Jewish baseball fans eager to learn more about the relationships between the Chosen People and the National Pastime have a wide variety of books and films from which to choose. Here is a select annotated bibliography and filmography that deal with Jews and baseball. Nearly all of the below listed books and films are available at the Brodsky Library at the Jewish Federation’s Kopolow Building.
• “Jews and Baseball, Volume I, Entering the American Mainstream, 1871-1948,” and Volume II, “The Post-Greenberg Years, 1949-2008” (McFarland & Co,. $45 per volume), by local authors and historians Burton and Benita Boxerman. The Boxermans hit a grand slam with this two-volume set, which deserves to be called the “definitive” work on Jews in baseball. The first volume’s cover features Hammerin’ Hank Greenberg of the Detroit Tigers, the Hall of Fame slugger who in 1938 came within two home runs of breaking Babe Ruth’s then-record of 60 in a season. The Boxerman books have information on all Jews who played in the majors, including St. Louisans Ken Holtzman, who won more big league games than any Jewish pitcher in history (including the legendary Sandy Koufax) and Art Shamsky. If you only have two books in your library on Jews and baseball, the Boxerman titles fill the bill.
• “The Baseball Talmud” by Howard Megdal (Collins, $22.99), properly described as “the definitive position-by-position ranking of Baseball’s Chosen Players.” Megdal, who covers baseball for the New York Post, and who was a speaker at the St. Louis Jewish Book Festival a few years back, assembled a “just the facts” gold mine of information on all known Jewish players in Big League history. Also check out www.baseballtalmud.com.
• Sandy Koufax, described by fellow Hall of Famer Don Sutton of the Los Angeles Dodgers as the “Michaelangelo” of Big League pitching, is the subject of two excellent biographies: “Koufax,” by Edward Gruver (Taylor, $24.95) and “Sandy Koufax: A Lefty’s Legacy,” by Jane Leavy (HarperCollins, $23.95). Gruver, an award-winning sportswriter, bases his book on extensive interviews with friends, former teammates and opponents as well as fellow sports journalists. He tells the story-within-a-story of Koufax’s “Herculean feat” in game seven of the 1965 World Series, when after two days of rest, he led his team to a 2-0 shutout against the Minnesota Twins. Leavy, also a veteran sportswriter and feature writer for the Washington Post, gets closer to Koufax than perhaps any other writer, and “penetrates the mythology to discover a man more than worthy of myth.”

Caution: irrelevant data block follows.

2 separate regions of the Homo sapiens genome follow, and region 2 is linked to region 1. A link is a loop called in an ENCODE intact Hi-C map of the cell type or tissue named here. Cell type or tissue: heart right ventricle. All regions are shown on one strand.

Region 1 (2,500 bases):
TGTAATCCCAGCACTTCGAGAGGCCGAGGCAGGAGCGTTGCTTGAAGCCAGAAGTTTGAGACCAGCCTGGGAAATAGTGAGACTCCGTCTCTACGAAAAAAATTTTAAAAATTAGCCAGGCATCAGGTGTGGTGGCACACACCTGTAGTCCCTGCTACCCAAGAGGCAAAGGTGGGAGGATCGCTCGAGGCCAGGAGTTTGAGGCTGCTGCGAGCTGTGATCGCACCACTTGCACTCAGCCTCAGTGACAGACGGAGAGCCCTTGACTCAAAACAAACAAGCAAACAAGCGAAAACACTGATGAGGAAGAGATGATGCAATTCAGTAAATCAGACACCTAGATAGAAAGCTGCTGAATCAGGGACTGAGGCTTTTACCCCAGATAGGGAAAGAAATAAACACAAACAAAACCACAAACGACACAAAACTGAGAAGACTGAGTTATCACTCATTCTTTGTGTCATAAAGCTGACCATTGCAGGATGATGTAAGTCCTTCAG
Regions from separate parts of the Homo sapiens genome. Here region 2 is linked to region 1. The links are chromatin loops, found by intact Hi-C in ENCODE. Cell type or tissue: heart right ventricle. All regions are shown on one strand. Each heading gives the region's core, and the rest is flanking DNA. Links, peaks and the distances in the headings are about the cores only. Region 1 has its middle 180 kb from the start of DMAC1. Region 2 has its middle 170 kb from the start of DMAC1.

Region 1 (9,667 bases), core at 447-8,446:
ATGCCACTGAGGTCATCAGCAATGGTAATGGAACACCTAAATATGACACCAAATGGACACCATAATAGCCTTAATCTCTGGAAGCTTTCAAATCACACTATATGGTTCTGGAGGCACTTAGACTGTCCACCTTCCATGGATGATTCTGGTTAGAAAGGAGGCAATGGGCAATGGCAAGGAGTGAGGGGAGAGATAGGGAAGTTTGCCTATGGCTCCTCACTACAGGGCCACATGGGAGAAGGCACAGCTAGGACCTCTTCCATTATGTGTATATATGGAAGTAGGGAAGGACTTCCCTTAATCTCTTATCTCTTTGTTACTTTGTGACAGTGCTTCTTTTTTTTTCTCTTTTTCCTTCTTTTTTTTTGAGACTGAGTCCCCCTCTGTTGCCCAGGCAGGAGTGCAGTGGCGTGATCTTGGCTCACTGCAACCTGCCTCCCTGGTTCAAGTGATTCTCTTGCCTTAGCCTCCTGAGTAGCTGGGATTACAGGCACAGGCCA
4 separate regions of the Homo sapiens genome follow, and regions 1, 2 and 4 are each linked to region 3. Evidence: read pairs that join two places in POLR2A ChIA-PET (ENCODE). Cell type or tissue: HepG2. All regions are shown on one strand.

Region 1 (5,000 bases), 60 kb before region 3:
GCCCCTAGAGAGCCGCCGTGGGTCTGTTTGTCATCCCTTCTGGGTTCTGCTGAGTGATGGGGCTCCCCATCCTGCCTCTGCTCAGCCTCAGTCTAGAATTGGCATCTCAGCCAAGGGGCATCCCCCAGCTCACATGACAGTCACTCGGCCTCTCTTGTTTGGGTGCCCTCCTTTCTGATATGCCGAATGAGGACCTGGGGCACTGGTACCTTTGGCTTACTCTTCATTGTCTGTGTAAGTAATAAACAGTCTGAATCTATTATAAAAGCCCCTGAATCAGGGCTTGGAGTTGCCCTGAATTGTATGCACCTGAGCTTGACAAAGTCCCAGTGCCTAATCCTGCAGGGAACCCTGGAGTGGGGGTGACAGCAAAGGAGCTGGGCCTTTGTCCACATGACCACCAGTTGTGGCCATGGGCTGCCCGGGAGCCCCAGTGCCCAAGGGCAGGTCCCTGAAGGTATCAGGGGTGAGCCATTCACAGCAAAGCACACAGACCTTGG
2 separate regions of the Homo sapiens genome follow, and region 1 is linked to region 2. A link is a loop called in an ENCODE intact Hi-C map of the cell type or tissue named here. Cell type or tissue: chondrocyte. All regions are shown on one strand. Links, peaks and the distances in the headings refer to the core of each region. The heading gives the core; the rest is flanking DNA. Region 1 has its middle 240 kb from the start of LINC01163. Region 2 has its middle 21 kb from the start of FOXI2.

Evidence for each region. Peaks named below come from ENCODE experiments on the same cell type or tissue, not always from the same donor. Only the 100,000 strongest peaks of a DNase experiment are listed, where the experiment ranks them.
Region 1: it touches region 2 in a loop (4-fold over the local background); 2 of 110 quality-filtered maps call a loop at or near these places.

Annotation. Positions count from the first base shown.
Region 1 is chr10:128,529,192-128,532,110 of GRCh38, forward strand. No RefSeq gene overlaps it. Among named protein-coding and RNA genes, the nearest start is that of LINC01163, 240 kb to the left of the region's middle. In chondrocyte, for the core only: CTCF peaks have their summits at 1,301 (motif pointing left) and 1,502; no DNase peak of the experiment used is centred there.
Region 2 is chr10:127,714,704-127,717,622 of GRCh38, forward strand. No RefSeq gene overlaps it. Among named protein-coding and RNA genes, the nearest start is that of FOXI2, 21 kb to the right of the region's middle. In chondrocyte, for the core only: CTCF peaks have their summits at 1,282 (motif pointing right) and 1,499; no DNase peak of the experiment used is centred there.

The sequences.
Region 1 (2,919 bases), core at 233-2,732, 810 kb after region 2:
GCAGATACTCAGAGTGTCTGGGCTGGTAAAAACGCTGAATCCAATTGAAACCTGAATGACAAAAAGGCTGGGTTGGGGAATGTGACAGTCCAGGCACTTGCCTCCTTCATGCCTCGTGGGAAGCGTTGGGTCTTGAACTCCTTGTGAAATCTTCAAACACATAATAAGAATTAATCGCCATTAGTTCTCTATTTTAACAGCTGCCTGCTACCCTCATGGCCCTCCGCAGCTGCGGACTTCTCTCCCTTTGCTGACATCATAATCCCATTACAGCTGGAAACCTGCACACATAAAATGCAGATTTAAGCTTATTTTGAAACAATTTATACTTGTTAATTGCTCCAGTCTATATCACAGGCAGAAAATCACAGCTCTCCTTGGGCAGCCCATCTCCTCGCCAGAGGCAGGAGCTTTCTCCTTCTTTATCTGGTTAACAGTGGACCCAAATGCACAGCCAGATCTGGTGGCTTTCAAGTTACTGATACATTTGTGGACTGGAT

• The stellar career of Hank Greenberg, whose slugging record has not been matched by any other Jewish player, continues to inspire new books. The latest entry is “Hank Greenberg: The Hero Who Didn’t Want to Be One,” by Mark Kurlansky (Yale University Press, $25). Part of Yale University’s “Jewish Lives” series, Kurlansky’s book re-visits the baseball career of Greenberg with the Detroit Tigers and his decision not to play on Yom Kippur, and of course his aforementioned 1938 season when he came within two home runs of Babe Ruth’s then-season record of 60. Kurlansky offers some new information on Greenberg’s move back to New York and his successful career as an investor, based in part on his experience as a savvy negotiator during his playing career.
• “The Catcher Was a Spy: The Mysterious Life of Moe Berg,” by Nicholas Davidoff (Pantheon, $24) is the definitive biography of a Jewish major leaguer whose off-field adventures were truly fascinating. Berg, who played in the majors from 1923 through 1939, joined U.S. intelligence to work for the OSS (Office of Strategic Services, the precursor to the CIA), where his espionage was key in determining the extent of Nazi Germany’s quest for the atomic bomb. As this worthy piece of nonfiction explains, Berg occupies a unique niche in Jewish baseball history.
• “The Big Book of Jewish Baseball: An Illustrated Encyclopedia and Anedotal History,” by Peter S. Horvitz and Joachim Horvitz (Baseball Collectibles Library, Judaica Sports, $19.95). While not as scholarly or comprehensive as the above works, this volume deserves to be in a Jewish sports fan’s library. The father and son authors include numerous anecdotes, which should brighten any baseball conversation with fellow Jews.